We’ve all seen them: sites where something just isn’t right. Often the offender is the typography on the site and sometimes it’s a design consideration that we don’t pay enough attention to. Here are some simple guidelines that’ll raise your typography game to the next level.
Choosing the Right Typefaces
The typeface choices you make in designing the site have a huge impact on the messaging and impact the site conveys, as well as its overall usability. This is where you have to take a careful look at the prospects that the site targets, and consider that in the typefaces you choose.
For example, a site you’re designing for an attorney firm or financial management company has a far different group of prospects being targeted, than a site for a health club or event venue. Your “professional service” clients need to convey reliability and stability on their site, while that second group of sites will probably focus on fun. So how do we match up our typography with the target market?
A helpful glossary of typography terms: https://designschool.canva.com/blog/typography-terms/
The first choice you’ll run into is choosing fonts with or without serifs. Serifs are defined as:
…small decorative lines added as embellishment to the basic form of a character
Fonts (or typefaces) are usually grouped into serif fonts and sans-serif fonts (those without any serifs). Sometimes serif fonts are referred to as Roman fonts, while sans-serif fonts can be called Grotesque or Gothic fonts.
Often websites are designed with a mix of complimentary serif and san-serif typefaces. In most cases, one typeface is chosen for headings and the other for body text.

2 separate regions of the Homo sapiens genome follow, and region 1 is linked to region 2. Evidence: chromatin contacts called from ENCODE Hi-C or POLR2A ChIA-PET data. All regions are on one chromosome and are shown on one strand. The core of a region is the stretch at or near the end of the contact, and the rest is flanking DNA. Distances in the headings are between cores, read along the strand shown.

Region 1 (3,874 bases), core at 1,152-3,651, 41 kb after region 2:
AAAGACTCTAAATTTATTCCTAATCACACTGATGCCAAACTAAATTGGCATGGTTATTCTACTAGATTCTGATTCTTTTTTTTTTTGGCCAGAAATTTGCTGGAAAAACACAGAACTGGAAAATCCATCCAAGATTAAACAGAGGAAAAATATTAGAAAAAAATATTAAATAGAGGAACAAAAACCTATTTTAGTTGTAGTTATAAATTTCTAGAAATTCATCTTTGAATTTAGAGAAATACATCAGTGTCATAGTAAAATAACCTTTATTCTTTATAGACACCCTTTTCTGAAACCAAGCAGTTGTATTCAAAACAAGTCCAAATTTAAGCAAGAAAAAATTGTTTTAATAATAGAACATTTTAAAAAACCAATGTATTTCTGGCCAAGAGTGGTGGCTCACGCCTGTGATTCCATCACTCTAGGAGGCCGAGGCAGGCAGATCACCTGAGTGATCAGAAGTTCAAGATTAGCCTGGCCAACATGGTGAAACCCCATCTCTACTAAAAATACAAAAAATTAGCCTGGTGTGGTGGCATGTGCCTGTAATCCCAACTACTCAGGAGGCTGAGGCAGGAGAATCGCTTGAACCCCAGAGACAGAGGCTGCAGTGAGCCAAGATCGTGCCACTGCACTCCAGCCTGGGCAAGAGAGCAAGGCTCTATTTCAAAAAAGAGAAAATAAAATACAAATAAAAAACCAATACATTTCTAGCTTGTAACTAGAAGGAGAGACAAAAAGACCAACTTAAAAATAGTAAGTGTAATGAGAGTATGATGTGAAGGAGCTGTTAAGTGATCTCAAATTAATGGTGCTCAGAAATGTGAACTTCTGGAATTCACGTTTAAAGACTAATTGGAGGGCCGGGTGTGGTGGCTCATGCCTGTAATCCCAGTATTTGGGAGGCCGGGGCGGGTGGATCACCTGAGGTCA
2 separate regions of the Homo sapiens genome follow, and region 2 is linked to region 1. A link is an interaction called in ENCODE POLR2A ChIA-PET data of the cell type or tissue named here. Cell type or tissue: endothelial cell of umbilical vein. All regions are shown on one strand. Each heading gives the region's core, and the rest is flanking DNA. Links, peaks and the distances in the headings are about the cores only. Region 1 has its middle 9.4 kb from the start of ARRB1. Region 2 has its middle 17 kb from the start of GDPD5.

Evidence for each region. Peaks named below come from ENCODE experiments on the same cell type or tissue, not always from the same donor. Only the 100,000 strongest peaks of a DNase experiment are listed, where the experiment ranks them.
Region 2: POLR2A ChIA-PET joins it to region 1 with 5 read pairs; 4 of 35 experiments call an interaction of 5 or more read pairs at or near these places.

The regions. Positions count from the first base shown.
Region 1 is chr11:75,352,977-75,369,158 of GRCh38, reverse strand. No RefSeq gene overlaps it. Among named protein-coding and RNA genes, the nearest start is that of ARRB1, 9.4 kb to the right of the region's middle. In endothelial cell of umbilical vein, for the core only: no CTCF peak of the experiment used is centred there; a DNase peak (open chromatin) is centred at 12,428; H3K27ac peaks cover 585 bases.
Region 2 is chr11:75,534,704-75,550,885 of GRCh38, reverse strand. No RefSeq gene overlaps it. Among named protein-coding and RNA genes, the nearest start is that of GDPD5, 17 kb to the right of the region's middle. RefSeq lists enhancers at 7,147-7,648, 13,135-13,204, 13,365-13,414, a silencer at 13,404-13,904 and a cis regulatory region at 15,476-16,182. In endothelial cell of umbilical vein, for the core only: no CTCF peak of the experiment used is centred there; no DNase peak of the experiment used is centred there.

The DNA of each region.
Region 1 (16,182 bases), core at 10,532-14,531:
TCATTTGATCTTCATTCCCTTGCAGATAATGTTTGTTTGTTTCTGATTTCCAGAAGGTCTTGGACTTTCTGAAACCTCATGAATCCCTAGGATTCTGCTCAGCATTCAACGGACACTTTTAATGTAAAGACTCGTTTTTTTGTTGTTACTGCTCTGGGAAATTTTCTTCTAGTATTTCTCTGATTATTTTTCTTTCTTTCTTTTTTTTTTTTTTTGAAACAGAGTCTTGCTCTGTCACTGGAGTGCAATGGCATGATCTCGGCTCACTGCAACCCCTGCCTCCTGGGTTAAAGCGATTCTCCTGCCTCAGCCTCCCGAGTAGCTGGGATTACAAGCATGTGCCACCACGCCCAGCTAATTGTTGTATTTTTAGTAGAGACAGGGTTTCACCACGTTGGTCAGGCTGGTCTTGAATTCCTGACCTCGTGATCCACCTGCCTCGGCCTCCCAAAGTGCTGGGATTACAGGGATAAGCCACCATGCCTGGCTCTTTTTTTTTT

Criteria for Typefaces
As you go through the process of choosing a typeface for your design, here are some things to keep in mind:
- Choose typefaces offered in a variety of styles including regular, bold, italic, and bold italic. Better typefaces have all of these and are offered in a range of weights.
- Make sure that the typeface you choose has lower stroke contrast, that is the difference in size between the ‘fat’ and ‘skinny’ strokes in the letters. When higher contrast typefaces are set at smaller sizes, the ‘skinny’ strokes can become hard to read.
- Use typefaces with a good x-height for optimal readability. A small x-height will make the text hard to read; just like text set in a typeface with high contrast.
- Eschew special or decorative fonts for body text.
Decorative and Other Special Typefaces
When designers want to incorporate a “whimsical” feeling to the site or want to set off some content in a special way, they turn to decorative typefaces. There are hundreds available, from script typefaces to special “rough” and “grunge” typefaces.
Other typefaces are designed to be used for headings only. For example, they may offer a character set restricted to capital letters only. We recommend using these typefaces sparingly.
Using Typefaces Correctly
Once you’ve chosen the typefaces for your design, here are some guidelines that will help you use them to your advantage.